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Faster Acceleration Of Digital Technology?

Aug. 31, 2020
The benefits afforded the power delivery industry from the wholesale adoption of digital technology have been amazing. No one dreamed of the actual impact that this transformation would have.

Recently I was researching a new technological development I had heard about from a friend. It sounded like something that would make an interesting topic for an upcoming article, but my best-laid plans fell apart. I got sidetracked by a couple of splashy headlines designed to catch my attention. Like the Siren’s Song of Greek mythology, they could not have lured me off course any better. I couldn’t ignore them.

One headline said something about how the COVID-19 was pushing the population deeper into cyberspace. Another discussed the technological war on the pandemic. But the one that really hooked me said that COVID-19 was accelerating the evolution of digital technologies.

Heck, I thought the pace of technological advancement was moving along extremely fast without any additional help. If something was increasing the speed of digital development, I wanted to know about it. A quick read of several of these attention-getting articles revealed the actual emphasis wasn’t about how fast new technologies were emerging or evolving.

New or Existing

They were about the speed at which the general population was installing off-the-shelf digital technologies. In a nutshell, texting, social media, and streaming are on everyone’s smartphone, but because of COVID-19 people have recognized they need more helpful digital tools. So rather than seeing an acceleration of digital technology, we are experiencing the widening use of digital technology - a transformation.

That got me thinking about the digital transformation that is taking place on our electric grid as informational and operational technologies converged. It all started with smart grid’s digital technology replacing the legacy analog technology, and then went on to include everything from cloud-based services to artificial intelligence, from advanced management systems to energy storage.

Fast forward to present day, the benefits afforded the power delivery industry from the wholesale adoption of digital technology have been amazing. No one dreamed of the actual impact that this transformation would have. Digital technologies made it possible for the industry to grow new products, provide customer services, and open fresh markets. The growth in renewable generation plus storage is allowing for decentralization. Distributed energy sources have made bidirectional power sources and the prosumer possible.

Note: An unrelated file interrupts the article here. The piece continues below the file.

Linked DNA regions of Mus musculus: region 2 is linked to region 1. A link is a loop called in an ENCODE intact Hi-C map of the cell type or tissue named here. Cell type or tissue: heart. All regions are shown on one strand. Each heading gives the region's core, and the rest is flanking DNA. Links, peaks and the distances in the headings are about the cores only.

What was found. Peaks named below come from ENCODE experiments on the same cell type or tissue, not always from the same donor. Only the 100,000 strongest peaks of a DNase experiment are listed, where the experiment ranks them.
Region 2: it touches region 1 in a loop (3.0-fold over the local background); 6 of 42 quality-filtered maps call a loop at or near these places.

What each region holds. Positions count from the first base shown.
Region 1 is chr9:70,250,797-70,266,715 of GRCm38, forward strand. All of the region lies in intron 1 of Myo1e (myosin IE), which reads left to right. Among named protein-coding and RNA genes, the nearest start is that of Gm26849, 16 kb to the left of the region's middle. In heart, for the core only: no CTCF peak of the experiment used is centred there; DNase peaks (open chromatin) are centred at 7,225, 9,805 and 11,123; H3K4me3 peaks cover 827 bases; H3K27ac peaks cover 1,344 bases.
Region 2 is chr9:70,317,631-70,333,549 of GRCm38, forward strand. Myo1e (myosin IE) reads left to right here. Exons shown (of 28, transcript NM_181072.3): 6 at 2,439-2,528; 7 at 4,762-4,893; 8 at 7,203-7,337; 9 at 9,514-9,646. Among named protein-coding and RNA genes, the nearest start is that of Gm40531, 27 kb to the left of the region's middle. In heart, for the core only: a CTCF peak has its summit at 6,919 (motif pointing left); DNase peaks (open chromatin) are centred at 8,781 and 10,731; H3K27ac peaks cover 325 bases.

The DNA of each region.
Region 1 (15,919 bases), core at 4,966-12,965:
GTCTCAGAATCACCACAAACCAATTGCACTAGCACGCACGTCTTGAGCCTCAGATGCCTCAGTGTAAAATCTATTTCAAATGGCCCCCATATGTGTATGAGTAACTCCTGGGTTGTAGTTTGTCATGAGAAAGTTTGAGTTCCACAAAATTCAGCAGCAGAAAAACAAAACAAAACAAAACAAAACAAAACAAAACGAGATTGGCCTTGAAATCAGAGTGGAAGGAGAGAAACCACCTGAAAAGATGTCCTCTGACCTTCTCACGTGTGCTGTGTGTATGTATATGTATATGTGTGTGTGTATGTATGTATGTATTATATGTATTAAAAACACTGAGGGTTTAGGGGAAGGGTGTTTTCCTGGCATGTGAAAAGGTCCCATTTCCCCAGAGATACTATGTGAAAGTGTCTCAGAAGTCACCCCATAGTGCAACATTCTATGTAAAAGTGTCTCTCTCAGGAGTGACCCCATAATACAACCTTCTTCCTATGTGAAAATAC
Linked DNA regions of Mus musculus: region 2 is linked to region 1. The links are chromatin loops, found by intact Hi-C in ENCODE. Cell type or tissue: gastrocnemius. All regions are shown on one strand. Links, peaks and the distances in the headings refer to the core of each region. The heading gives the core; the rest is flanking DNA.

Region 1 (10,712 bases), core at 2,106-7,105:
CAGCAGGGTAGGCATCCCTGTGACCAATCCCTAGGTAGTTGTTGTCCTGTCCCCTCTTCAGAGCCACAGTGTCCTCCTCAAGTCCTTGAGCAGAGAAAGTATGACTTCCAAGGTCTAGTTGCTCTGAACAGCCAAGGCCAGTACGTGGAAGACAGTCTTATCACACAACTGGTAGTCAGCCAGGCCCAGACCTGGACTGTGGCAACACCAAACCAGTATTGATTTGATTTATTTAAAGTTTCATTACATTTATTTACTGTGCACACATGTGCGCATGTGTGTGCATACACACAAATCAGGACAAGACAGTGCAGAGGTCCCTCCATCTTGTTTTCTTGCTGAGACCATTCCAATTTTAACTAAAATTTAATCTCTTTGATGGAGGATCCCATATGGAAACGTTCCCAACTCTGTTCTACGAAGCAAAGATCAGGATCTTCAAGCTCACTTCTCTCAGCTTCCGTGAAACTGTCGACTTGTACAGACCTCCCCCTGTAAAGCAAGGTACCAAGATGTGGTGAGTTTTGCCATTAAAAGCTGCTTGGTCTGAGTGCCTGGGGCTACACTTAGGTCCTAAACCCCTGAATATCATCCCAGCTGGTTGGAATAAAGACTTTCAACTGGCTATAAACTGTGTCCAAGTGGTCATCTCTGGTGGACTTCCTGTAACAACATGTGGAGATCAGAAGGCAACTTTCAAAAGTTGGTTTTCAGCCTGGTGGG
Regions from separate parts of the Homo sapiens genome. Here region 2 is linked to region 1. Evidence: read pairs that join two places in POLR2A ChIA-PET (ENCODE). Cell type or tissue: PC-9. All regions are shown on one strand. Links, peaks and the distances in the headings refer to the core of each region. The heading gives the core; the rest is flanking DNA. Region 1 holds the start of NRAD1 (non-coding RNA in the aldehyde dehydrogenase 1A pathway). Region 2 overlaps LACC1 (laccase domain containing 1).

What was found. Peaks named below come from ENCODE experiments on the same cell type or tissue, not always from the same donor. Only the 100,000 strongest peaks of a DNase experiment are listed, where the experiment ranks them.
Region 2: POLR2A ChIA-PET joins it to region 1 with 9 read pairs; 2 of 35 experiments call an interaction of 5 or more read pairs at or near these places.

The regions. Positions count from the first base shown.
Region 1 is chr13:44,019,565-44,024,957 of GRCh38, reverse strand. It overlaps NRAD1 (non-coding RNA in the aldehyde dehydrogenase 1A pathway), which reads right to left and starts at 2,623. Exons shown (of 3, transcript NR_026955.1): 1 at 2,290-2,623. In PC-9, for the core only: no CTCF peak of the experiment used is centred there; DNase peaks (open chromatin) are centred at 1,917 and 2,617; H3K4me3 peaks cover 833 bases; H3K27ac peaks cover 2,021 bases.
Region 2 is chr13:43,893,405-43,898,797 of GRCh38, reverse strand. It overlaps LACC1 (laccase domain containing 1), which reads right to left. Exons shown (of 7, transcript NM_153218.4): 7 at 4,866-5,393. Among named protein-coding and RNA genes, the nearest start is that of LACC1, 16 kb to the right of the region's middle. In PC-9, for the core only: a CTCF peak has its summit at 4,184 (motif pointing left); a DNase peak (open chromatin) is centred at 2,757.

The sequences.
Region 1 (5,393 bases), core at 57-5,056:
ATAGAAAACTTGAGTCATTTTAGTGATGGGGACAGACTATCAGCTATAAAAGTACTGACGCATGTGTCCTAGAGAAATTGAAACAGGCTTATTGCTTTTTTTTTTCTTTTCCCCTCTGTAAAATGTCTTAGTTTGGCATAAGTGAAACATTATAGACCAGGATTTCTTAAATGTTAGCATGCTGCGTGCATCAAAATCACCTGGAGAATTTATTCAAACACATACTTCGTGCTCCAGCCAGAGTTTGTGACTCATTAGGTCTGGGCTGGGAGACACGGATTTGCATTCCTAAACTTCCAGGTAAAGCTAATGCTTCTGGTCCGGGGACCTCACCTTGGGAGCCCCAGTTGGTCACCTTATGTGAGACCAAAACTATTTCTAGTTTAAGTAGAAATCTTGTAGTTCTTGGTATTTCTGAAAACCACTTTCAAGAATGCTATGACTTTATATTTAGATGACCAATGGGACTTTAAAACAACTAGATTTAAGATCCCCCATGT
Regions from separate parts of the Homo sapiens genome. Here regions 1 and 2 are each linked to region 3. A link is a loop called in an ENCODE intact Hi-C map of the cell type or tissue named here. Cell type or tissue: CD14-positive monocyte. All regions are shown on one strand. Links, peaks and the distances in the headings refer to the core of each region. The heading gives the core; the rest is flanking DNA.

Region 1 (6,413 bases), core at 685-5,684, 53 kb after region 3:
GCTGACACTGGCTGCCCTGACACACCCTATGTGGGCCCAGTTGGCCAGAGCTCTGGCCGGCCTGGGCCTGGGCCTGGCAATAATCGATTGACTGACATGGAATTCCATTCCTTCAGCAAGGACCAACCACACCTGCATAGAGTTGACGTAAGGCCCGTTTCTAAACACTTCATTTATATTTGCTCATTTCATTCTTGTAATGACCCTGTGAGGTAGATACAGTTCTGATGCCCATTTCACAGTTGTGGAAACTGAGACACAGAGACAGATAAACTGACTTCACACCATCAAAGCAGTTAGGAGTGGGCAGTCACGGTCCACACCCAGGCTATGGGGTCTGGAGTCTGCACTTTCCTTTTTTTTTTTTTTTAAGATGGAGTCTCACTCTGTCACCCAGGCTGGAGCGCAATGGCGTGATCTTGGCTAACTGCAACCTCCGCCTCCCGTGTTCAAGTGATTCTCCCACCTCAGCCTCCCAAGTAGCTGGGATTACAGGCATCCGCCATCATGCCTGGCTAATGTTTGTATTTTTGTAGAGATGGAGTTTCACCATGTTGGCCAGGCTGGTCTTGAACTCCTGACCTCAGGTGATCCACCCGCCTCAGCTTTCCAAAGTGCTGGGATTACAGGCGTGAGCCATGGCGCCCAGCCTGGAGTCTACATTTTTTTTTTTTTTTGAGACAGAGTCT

Digital Advantage

This growth of the cyber-physical interface allows the utility’s personnel to interact with our self-aware grid from central offices or remote work locations needed in today’s COVID-19 environment. Thanks to a great deal of forethought the power delivery industry has been able to keep the power flowing throughout the pandemic.

Utilities have spent a large amount of time and resources deploying the digital building blocks necessary to provide us with today’s digital grid, which has opened up a larger segment of cyberspace to its workforce. As a result the stakeholders have more capability than ever before. This virtual smart grid with its smarter-ware is permitting all branches of the enterprise to respond quicker to both normal and emergency situations.

Manufacturers have played an important part too. Suppliers such as GE, Hitachi ABB, Mitsubishi, Siemens, and others have pushed the technological envelope on their sophisticated applications. We have the interconnectivity we need where we need it.

The result of this partnership is tangible advantages for utility personnel. The technology allows for the workforce to relocate to offsite locations. These remote workplaces are virtually connected to the enterprise’s centralized work centers, permitting people to have less exposure to large numbers of employees.

Technology also locates personnel closer to where they are really needed reducing response time so important for outages as more people depend on the electricity flowing. It’s also making a more agile workforce able to respond faster and more efficiently. There is also the benefit of opening more avenues of communication between field personnel and office workers.

Mixed reality allows crossover between the virtual and physical worlds. It’s not unusual for personnel in the field to be utilizing bodycams that are connected to the office using video conferences through their smartphones. Technicians can send video to the engineers. The engineers review video and annotate video stills. Information is returned to the field and the problems are fixed more quickly than waiting for someone driving out to the job site.

There is a lot of speculation about what the post-pandemic grid will be like, but it is all speculation right now. What we do know, however, is the fact that there is a lot of solid science behind the smart grid’s technology and it will only get better!

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